can be written as a weighted sum of summary statistics. In GSA applications, methods based on combined summary statistics can be used to efficiently aggregate information across many potentially associated variants within individual genes, as well as over several genes that may represent a common etiological pathway. When within-gene association statistics (or equivalently, P-values) are being combined, linkage disequilibrium (LD) needs to be accounted for, because LD induces correlation among statistics. The correlation among association test statistics for individual SNPs without covariates is the same as the correlation between alleles at the corresponding SNPs. This fact allows one to model a set of statistics using a multivariate normal (MVN) distribution with the correlation matrix equal to the matrix of LD correlations. More generally, in the presence of covariates correlated with SNPs, MVN correlations among association statistics will depend not only on LD but also on other covariates in the model.6, 7
When SNPs are coded as 0,1,2 values, reflecting the number of copies of the minor allele, the LD matrix of correlations can be obtained from SNP data as the sample correlation matrix. It can also be directly estimated from haplotype frequencies whenever those are available or reported. Specifically, the LD (i.e., the covariance between allelesand ; ) is defined by the difference between the di-locus haplotype frequency, , and the product of the frequencies of two alleles, . Then, the correlation between a pair of SNPs is defined as . The di-locus frequency is defined as the sum of frequencies of those haplotypes that carry both of the minor alleles for SNPs and . Similarly, allele frequency is the sum of haplotype frequencies that carry the minor allele of SNP .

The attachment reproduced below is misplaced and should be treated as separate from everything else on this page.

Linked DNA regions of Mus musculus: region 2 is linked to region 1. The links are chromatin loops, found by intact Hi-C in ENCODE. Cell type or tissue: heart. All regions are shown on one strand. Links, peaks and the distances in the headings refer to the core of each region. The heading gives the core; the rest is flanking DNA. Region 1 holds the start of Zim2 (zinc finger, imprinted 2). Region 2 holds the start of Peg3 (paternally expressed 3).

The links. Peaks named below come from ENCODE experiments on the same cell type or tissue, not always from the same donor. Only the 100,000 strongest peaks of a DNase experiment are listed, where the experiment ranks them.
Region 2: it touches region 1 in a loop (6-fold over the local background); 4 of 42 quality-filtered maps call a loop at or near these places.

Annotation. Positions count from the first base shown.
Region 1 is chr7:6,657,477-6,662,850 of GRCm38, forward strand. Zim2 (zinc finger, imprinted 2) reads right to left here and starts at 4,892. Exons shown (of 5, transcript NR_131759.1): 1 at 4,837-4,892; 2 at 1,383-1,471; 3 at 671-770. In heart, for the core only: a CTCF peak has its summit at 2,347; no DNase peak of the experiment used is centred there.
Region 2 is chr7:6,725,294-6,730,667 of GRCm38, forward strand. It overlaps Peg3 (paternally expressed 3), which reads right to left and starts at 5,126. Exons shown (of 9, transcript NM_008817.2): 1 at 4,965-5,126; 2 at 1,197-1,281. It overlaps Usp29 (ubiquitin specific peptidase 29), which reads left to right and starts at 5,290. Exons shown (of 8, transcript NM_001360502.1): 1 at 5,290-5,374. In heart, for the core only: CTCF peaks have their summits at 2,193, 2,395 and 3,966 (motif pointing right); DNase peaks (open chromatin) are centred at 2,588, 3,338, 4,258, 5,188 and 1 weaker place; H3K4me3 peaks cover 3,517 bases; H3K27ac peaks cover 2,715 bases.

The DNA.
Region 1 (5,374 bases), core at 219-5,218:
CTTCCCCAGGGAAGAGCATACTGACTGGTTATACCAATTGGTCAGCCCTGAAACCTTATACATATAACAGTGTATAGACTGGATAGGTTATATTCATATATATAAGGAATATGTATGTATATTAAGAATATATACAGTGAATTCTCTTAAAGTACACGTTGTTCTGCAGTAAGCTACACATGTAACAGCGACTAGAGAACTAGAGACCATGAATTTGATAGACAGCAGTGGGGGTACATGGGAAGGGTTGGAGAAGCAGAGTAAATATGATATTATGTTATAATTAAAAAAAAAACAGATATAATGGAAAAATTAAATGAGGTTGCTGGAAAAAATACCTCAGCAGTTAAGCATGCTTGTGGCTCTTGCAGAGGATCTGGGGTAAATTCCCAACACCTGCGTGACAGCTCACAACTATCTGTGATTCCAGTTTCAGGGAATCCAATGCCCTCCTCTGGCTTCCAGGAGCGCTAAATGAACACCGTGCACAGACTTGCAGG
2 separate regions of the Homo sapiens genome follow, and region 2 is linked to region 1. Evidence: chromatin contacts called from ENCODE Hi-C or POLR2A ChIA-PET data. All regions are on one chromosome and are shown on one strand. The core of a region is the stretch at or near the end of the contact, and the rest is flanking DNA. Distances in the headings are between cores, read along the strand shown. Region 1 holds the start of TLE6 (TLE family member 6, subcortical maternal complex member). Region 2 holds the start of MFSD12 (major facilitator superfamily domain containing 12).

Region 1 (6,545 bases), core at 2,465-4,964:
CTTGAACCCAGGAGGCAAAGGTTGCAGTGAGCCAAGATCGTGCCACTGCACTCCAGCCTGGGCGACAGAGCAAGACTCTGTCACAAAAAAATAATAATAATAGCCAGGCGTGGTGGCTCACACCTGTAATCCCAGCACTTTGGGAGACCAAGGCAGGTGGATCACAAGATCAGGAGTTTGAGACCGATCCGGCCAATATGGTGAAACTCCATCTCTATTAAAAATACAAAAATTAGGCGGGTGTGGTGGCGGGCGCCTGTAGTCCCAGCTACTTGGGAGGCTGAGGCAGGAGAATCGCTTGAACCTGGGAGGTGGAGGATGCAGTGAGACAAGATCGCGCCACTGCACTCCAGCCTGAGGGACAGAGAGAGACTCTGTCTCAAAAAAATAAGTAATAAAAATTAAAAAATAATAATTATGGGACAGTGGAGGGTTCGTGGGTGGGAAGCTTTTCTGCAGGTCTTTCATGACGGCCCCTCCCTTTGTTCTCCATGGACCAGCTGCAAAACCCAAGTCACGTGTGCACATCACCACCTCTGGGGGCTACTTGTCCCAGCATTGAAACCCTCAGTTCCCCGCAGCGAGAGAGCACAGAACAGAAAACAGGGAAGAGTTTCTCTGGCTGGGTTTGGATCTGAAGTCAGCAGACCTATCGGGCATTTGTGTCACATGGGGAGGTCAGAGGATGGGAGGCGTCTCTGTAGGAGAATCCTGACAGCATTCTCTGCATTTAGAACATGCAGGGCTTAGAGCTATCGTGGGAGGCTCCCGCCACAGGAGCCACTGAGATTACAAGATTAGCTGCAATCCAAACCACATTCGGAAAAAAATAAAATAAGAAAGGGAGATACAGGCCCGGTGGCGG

It is important to distinguish situations, in which the LD matrix is estimated using the same data that was used to compute the association statistics from those, in which the estimated LD matrix is obtained based on a suitable population reference panel. The reference panel approach is implemented in popular web-based association analysis platforms, such as “VEGAS”8 or “Pascal.”9 Based on a user-provided list of SNPs, with the corresponding association P-values, VEGAS queries an online reference panel resource to obtain the matrix of LD correlations. P-values are then transformed to normal scores ,
, and vectoris assumed to follow zero-mean MVN distribution under the null hypothesis of no association. The individual statistics in VEGAS are then combined as , (where TQ stands for “Test by Quadratic form”) and the overall SNP-set P-value is derived empirically by simulating a large number () of zero-mean MVN vectors, adding their squared values to obtain statistics and computing the proportion of times when . The statistics similar to TQ are ubiquitous and appear in many proposed tests that aggregate association signals within a genetic region.